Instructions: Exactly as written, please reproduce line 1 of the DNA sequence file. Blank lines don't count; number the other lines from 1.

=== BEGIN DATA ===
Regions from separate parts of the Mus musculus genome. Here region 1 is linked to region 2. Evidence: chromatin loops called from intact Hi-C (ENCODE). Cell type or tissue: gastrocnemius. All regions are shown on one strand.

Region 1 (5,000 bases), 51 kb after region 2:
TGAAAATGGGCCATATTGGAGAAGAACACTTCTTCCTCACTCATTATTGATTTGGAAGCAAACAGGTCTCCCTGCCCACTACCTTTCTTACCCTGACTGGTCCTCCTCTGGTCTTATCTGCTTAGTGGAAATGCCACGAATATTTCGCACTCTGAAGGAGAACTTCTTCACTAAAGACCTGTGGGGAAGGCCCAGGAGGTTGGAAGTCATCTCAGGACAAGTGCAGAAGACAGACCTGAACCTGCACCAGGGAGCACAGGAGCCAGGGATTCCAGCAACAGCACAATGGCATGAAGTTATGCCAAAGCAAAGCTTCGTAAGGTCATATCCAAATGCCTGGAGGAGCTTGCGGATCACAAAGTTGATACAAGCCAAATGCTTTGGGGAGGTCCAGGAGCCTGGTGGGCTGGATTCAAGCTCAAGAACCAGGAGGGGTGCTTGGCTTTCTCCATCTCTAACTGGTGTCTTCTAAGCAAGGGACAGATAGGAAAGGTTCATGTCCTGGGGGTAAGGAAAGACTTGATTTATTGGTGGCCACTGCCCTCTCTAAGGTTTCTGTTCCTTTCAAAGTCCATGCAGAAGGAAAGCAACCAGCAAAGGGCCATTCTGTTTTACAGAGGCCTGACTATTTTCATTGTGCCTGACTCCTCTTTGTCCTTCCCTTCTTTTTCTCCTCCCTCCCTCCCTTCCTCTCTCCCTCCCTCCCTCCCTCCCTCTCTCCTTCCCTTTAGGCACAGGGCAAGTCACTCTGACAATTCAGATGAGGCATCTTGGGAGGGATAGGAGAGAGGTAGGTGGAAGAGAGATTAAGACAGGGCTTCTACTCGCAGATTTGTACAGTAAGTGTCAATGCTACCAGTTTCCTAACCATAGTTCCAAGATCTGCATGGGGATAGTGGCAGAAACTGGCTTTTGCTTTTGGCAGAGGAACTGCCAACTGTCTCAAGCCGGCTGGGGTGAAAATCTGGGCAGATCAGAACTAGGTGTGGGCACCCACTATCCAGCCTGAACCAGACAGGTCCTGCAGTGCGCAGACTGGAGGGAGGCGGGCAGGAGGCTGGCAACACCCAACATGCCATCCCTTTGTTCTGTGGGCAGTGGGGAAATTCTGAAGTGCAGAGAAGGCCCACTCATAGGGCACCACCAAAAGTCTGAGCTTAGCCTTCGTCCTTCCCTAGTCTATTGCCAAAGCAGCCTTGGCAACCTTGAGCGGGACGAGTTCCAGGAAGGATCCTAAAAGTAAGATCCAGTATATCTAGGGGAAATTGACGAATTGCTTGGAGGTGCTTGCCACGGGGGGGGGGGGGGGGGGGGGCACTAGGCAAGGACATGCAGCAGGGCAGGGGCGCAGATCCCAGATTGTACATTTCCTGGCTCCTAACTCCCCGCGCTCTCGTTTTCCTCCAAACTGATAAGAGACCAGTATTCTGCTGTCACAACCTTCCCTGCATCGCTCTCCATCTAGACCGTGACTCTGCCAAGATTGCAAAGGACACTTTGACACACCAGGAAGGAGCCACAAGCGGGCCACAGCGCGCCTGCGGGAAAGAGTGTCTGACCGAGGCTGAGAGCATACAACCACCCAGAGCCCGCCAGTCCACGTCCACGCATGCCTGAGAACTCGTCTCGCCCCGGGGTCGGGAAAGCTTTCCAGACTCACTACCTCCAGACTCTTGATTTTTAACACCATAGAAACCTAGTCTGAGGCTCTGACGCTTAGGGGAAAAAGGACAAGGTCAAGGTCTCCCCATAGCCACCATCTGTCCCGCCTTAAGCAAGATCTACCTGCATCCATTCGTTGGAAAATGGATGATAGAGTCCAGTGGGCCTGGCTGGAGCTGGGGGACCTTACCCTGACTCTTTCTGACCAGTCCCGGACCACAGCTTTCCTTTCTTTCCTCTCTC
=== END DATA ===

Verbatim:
Regions from separate parts of the Mus musculus genome. Here region 1 is linked to region 2. Evidence: chromatin loops called from intact Hi-C (ENCODE). Cell type or tissue: gastrocnemius. All regions are shown on one strand.